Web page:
It’s knowing the basic vocabulary, knowing the basic stories. When Christians forget what their words mean, they forget what their faith means.
Borg goes on:
pay attention to how Christianity’s founder spoke.
If you look at dictionary definitions of authority, you will see a lot of verbiage about the exercise of power, the right to control and dominate, and the power to determine and adjudicate. These definitions might have warmed the hearts of the Scribes of today’s Gospel story.
The religious leaders of Jesus’ culture imposed both authority and control, manipulating the life, death, health, and welfare of [their people].
approach to authority is vastly different.
It involves a process of discernment and willing acceptance of a new
life, a different way of life with responsibilities and sacrifices for the
greater good. As Bill Leonard [a
professor of church history at
Jesus spoke in a way that drew people in. He used stories, parables and metaphors. He communicated in images that both religious and nonreligious folks of his day [understood].
Part of our task is to figure out authentic ways to draw people in, to share the basic stories and interpret the parables and metaphors of our rich Biblical heritage. We need to do this in ways religious and non-religious people can discern God’s presence and activity in the world. As we learn these lessons, we must find our authentic answers to the question posed by the unclean spirits possessing the man in the Gospel.
What have you to do with us, Jesus of Nazareth? (Mark 1: ).
unconsciously, we answer this question.
Whether by indifference or active seeking; whether by prioritizing other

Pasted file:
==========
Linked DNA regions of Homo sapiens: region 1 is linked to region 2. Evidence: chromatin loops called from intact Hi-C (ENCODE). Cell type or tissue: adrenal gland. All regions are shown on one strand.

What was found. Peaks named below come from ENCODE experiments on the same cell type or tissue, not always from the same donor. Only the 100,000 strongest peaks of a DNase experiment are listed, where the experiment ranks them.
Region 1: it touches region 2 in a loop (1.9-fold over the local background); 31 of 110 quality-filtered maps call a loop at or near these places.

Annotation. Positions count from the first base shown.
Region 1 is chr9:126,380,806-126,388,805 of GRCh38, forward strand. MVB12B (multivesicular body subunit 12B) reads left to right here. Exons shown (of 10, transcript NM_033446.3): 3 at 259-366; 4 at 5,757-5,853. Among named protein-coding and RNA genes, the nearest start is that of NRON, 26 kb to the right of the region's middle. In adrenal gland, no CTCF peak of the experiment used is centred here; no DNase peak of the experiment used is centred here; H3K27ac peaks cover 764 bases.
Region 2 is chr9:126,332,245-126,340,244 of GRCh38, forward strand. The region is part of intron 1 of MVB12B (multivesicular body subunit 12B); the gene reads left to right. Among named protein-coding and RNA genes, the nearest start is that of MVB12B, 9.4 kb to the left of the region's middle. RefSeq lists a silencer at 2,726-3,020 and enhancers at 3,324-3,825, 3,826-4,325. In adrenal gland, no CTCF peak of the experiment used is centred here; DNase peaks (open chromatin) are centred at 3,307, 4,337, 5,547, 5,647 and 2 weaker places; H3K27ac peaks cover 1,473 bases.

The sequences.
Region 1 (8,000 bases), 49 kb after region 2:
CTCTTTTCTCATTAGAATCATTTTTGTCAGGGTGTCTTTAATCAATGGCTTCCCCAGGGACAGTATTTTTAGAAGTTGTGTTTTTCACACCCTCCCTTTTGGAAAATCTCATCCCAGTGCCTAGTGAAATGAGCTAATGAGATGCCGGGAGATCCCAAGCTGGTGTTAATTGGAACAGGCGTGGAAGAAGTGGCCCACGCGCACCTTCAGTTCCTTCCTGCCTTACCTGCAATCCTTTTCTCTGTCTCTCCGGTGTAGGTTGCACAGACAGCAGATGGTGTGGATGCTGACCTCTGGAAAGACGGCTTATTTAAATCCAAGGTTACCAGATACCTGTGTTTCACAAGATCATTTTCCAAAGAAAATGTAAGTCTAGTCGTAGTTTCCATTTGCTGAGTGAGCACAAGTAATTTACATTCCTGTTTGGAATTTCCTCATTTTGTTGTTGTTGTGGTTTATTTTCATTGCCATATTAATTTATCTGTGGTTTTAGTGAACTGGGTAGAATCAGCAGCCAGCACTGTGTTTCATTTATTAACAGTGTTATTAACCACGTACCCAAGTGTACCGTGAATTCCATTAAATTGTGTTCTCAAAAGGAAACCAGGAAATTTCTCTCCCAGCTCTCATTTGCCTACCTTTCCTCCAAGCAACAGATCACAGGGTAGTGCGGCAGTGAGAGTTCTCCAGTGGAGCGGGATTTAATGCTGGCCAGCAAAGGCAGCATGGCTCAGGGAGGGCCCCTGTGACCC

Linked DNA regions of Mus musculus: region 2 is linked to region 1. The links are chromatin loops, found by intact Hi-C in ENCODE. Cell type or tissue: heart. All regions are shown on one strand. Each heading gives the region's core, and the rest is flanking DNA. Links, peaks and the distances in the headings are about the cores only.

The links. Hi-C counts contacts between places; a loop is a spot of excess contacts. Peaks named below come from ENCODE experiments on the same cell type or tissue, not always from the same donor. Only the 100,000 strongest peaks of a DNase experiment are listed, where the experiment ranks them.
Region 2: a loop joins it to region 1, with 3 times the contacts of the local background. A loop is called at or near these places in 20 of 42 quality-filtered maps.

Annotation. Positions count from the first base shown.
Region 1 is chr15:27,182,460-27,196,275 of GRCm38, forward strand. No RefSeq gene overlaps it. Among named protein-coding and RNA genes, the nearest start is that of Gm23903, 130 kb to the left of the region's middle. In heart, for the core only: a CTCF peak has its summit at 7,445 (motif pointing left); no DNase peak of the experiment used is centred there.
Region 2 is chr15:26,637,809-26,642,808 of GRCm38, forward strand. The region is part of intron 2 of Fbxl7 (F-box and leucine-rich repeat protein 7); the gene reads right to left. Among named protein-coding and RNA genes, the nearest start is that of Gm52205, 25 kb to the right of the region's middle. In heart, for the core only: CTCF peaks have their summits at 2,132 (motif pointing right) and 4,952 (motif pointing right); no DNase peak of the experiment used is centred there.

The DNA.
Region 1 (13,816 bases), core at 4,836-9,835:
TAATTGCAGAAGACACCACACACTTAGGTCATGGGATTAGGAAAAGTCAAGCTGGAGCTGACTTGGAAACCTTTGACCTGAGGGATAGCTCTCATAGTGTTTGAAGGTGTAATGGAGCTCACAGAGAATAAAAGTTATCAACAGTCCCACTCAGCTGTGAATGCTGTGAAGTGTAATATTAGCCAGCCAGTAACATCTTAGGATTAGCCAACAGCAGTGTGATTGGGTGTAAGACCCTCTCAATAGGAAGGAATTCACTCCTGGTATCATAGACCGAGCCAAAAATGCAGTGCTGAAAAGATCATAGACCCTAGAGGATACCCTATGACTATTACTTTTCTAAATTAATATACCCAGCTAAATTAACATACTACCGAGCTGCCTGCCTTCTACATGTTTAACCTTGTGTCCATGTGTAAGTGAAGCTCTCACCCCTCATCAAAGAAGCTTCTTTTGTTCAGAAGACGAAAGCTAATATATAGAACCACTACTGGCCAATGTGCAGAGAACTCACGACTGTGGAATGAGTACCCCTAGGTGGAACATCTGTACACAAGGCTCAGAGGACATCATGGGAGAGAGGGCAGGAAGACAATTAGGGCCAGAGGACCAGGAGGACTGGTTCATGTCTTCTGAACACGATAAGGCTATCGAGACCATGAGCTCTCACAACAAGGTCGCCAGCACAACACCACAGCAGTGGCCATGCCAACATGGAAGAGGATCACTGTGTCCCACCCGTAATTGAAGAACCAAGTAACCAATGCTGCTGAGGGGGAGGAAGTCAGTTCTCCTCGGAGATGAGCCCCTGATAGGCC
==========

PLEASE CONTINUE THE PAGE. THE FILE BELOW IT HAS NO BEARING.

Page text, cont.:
aspects of our life more highly, we answer.
Our answer is ultimately revealed through the way we live our lives as
individuals and in community. Today’s
responses may motivate and lead us to a new journey of discovery through study,
prayer, meditation, or perhaps go on pilgrimage to the
Part II of our Annual Meeting includes a lot of financial and administrative matters, reports concerning our facilities, and the introduction of new parish leadership. Each ministry, in its own way, offers perspective and adds a necessary dimension to our story of doing God’s work in the world. The facts and figures are important in and of themselves, but as you listen to the reports and view the slides, be sure to appreciate the significance of these groups to our ability to touch and transform the lives of parishioners and neighbors.
I want to thank the many leaders and people who have served Christ’s ministry through the groups presenting reports today. Their work is a little less visible and perhaps a little less glamorous, but they are important elements in the high quality of our ministries.
Thank you to everyone who contribute their time, talent and/or treasure, especially in these difficult economic times. Together in your words and deeds, you make it clear that Jesus of Nazareth still has much to do with us, and with redemption and reconciliation of a broken and hurting world.